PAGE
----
A Decision Deserving Congratulations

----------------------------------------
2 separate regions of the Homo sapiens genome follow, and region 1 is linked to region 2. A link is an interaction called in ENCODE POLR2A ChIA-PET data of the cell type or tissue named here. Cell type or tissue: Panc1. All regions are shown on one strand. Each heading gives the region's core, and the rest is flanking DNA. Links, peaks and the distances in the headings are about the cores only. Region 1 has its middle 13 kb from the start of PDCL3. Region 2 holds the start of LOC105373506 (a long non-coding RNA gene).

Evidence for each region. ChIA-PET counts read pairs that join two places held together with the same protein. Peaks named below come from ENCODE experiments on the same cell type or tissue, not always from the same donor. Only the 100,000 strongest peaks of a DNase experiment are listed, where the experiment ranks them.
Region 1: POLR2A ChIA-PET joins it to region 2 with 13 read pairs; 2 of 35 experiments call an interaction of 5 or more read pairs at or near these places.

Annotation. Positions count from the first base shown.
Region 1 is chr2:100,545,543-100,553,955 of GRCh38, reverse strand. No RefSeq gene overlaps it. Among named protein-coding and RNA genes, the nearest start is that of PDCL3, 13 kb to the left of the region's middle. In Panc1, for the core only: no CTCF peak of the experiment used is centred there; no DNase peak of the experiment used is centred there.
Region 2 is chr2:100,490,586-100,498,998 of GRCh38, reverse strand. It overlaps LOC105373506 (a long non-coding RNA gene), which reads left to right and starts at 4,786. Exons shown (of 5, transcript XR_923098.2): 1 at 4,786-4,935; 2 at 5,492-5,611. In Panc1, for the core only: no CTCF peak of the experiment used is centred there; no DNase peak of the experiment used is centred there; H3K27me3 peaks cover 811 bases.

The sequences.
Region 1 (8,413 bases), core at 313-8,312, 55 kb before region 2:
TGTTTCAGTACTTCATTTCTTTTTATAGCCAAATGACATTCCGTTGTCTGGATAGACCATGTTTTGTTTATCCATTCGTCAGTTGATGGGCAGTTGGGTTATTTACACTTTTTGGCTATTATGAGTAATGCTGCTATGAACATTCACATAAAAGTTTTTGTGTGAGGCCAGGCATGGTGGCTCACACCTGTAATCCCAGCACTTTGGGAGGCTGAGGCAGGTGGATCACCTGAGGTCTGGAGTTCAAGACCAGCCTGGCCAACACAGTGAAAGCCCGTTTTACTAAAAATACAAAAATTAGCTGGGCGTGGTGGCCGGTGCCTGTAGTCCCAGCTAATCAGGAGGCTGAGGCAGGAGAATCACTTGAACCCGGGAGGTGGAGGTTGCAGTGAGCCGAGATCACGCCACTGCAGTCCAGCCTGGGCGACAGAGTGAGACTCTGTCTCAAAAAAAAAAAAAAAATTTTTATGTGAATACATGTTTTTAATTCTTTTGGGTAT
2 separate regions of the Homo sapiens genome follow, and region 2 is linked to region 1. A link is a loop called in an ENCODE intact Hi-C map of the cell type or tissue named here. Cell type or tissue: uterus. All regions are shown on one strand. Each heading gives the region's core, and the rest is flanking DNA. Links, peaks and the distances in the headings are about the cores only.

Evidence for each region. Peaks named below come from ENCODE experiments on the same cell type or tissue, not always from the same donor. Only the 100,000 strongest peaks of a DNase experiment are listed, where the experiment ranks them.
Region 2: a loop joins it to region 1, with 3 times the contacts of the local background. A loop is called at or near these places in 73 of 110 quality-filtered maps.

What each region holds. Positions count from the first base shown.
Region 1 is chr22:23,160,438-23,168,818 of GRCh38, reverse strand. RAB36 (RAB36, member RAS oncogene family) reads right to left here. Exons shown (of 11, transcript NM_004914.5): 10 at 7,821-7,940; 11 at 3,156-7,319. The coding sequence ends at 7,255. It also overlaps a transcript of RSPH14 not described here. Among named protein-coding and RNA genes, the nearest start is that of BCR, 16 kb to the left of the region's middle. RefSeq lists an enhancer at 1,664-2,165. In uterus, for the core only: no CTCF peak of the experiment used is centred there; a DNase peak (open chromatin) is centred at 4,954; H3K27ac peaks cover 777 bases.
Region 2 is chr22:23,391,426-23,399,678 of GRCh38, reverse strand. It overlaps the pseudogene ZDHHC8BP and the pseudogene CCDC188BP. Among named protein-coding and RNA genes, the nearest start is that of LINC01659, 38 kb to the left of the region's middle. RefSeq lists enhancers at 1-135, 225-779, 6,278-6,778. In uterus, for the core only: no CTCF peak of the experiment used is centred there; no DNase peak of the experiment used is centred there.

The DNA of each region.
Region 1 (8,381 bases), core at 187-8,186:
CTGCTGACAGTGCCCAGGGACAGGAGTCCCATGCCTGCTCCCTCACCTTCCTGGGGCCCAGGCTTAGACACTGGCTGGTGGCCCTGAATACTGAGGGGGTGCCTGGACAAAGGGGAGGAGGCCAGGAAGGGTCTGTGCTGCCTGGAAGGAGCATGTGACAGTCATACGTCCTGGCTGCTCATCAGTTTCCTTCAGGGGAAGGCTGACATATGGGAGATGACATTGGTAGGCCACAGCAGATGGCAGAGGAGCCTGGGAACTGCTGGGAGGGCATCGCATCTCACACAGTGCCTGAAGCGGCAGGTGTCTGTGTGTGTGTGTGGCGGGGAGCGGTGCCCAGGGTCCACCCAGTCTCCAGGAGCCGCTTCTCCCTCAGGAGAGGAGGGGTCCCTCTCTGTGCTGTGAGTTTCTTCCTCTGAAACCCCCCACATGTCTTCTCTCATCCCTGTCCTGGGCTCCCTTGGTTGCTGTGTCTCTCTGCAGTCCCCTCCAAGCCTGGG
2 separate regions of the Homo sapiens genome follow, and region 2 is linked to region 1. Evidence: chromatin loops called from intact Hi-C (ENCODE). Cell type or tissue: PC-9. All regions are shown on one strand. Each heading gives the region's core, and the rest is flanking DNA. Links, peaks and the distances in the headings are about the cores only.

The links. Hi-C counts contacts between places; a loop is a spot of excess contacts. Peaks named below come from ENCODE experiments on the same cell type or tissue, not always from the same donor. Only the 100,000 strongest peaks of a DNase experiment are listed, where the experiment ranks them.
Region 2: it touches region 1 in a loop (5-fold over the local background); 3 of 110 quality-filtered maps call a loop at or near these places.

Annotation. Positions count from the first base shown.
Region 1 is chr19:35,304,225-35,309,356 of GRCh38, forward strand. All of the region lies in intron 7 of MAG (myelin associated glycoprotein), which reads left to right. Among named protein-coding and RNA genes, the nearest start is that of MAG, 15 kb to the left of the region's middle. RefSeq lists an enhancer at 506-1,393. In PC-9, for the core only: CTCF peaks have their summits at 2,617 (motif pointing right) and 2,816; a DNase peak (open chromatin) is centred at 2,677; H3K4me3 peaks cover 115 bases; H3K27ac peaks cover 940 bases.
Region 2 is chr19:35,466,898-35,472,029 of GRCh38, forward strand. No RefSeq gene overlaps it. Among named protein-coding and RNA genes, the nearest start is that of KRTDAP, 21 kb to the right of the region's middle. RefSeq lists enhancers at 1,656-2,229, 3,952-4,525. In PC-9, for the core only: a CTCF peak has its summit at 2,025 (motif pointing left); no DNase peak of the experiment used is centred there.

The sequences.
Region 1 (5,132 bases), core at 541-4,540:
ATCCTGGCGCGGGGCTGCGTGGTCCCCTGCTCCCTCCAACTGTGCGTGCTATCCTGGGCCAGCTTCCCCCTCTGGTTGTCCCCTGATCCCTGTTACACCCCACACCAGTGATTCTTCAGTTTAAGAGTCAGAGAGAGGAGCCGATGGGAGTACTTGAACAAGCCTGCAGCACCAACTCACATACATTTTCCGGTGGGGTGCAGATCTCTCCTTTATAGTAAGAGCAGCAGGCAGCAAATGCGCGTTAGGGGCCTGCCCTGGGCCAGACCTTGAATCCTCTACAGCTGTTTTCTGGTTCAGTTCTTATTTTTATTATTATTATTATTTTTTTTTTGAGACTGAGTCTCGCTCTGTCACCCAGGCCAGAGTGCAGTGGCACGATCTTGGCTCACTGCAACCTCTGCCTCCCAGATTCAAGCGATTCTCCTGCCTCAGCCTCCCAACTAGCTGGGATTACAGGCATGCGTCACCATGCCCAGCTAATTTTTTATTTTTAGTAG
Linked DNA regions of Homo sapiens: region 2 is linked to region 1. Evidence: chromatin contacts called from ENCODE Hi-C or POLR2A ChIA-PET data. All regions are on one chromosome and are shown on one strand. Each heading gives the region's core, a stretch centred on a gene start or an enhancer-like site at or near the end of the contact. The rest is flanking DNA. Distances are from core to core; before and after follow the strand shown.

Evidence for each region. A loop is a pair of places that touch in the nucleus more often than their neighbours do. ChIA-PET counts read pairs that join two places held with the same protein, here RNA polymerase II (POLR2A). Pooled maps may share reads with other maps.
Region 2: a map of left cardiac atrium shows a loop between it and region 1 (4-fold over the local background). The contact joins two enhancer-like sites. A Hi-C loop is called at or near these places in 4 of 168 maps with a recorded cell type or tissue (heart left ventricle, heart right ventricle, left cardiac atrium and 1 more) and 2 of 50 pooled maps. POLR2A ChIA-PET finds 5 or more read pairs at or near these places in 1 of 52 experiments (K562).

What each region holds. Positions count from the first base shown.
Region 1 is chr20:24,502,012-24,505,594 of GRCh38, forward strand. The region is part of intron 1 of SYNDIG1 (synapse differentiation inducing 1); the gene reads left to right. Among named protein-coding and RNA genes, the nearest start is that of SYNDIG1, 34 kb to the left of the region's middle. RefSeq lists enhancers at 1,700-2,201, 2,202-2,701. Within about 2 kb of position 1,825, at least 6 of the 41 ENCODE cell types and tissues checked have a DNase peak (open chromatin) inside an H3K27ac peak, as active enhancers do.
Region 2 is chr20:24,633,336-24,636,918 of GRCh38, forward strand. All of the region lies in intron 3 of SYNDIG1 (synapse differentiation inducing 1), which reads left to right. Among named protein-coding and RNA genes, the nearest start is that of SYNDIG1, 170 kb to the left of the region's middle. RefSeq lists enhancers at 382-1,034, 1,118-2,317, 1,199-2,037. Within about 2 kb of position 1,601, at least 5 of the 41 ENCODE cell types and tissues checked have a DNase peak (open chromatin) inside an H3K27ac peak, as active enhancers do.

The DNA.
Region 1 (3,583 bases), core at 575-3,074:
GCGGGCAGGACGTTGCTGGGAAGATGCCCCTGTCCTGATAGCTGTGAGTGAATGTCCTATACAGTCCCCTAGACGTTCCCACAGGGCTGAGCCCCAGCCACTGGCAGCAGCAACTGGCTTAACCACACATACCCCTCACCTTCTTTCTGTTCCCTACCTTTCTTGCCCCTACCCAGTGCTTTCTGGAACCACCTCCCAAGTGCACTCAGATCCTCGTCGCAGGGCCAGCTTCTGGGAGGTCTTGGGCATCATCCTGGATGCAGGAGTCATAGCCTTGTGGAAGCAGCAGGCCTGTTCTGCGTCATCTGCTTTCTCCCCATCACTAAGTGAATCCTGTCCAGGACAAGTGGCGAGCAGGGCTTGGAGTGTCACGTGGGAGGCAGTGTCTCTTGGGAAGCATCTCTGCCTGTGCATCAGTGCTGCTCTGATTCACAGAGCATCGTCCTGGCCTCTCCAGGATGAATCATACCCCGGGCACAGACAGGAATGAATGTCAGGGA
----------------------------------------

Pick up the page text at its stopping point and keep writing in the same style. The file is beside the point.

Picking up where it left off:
In any event, given the prominence of the sender, Tallahassee City Commissioner Curtis Richardson surely would have been inclined to make Greater Tallahassee Chamber of Commerce officials aware of an e-mail he received applauding the Chamber’s withdrawal of its plans to hold its 2016 annual conference in Walton County. But, now, circumstances had unexpectedly become especially poignant. The move by the Chamber was made in response to what has come to be known familiarly as the “flag controversy.” The e-mailer saw the response as one “deserving congratulations.”  Richardson, himself, had commended the Chamber’s decision in a statement he released Aug. 5. The Chamber, he said, had had a responsibility to react to the vote by the Walton County Commission to continue to fly a Confederate flag at the courthouse in DeFuniak Springs. In reacting, Richardson wrote, the Chamber “sent a signal that all stand in solidarity in our commitment to embrace diversity and inclusiveness in our community.” The Chamber’s reaction and the commissioner’s statement in turn prompted the e-mail to Richardson from one of the most steadfast and effective promoters of civil rights in the U.S. over the past half-century. Conference emcee Gary Yordon read that e-mail as the Sunday (Aug. 16) session of the Chamber’s 2015 conference got underway at the Hilton Sandestin, then revealed that the sender had been Julian Bond, who had died just a few hours earlier not far down the road in Fort Walton Beach.